“You will not fear the terror of night, nor the arrow that flies by day, nor the pestilence that stalks in the darkness, nor the plague that destroys at midday” (Psa 91:5-6) As I write this towards the beginning of April, most are secluded in isolation, as the specter of the latest pandemic stalks the nation.
As I write this towards the beginning of April, most are secluded in isolation, as the specter of the latest pandemic stalks the nation. Such a restriction on our movements is alien to us all, but we can draw strength from the knowledge to be found in the scriptures. We do not know whether these events foreshadow the return of our Lord, as Jesus beforehand prophesied about the terrible times around the fall of Jerusalem, “There will be great earthquakes, famines and pestilences in various places, and fearful events and great signs from heaven” (Luke 21:11).
This is a time for forced reflection in our solitude. It is perhaps no coincidence that the current period of quarantine is 14 days: For in the law of Moses (Leviticus 13) this was the time of isolation for what was termed leprosy. It is perhaps no coincidence that the current period of quarantine is 14 days…And at the end of that time, only if there was no evidence of the disease could the individual resume his place in society.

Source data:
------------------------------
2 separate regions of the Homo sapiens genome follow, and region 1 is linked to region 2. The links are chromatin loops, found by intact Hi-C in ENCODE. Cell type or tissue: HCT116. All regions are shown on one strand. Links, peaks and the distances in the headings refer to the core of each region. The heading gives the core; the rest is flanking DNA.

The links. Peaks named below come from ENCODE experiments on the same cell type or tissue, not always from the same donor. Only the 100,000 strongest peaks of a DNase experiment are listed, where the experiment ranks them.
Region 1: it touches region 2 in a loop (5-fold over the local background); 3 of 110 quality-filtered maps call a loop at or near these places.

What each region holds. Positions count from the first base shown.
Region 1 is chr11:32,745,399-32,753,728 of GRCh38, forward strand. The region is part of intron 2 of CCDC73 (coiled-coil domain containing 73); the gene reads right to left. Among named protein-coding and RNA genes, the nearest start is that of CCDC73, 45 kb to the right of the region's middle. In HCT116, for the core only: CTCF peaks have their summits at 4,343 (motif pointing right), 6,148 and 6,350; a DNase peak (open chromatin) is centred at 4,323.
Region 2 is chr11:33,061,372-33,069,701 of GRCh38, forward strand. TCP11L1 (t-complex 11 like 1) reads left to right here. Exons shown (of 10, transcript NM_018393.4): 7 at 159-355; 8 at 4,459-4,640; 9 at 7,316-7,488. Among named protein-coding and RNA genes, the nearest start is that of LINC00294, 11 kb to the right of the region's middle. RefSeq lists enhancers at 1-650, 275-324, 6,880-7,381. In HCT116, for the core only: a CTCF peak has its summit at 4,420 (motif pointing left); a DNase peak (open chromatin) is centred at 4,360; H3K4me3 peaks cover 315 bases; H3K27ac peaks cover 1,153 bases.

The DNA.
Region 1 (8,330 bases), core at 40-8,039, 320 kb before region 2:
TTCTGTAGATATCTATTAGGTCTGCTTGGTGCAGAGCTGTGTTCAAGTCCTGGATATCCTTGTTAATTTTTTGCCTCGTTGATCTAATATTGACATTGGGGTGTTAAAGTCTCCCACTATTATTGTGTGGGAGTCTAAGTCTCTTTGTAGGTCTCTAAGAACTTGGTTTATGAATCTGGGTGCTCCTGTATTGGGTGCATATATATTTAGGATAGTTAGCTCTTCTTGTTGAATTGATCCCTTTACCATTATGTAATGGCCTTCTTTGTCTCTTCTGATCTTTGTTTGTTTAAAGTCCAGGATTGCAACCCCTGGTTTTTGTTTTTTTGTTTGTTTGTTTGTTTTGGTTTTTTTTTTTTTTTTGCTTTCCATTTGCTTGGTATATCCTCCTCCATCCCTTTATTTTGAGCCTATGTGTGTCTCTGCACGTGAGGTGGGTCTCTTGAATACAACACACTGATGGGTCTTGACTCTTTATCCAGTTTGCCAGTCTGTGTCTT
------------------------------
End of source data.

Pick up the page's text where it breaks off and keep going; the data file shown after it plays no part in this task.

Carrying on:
Note that Paul uses the same Greek word for the “separation” of Peter in Gal 2:12 as the Greek for Lev 13:14: It should have been a period of reflection and learning by Peter, just as this can be a time for contemplation by ourselves. Like the lepers of old, we are “shut up”.
Whether our release is by medical success or the return of our Lord, it is up to us to prepare ourselves. Because of technology, most of us can still share in the remembrance every Sunday, some by sharing visually in real time, and some by watching streaming video. And we should take the opportunity to reach out to those also isolated, and share words of comfort and hope. We should not wallow in despair, but “lift up your heads, because your redemption is drawing near” (Luke 21:28).
So let us remember the words of the Psalmist, almost certainly Moses:
So as we each withdraw to our tent, we remember indeed it is our God who is our refuge, Our Lord Jesus whose return is our ultimate hope. So let us encourage each other as the day approaches.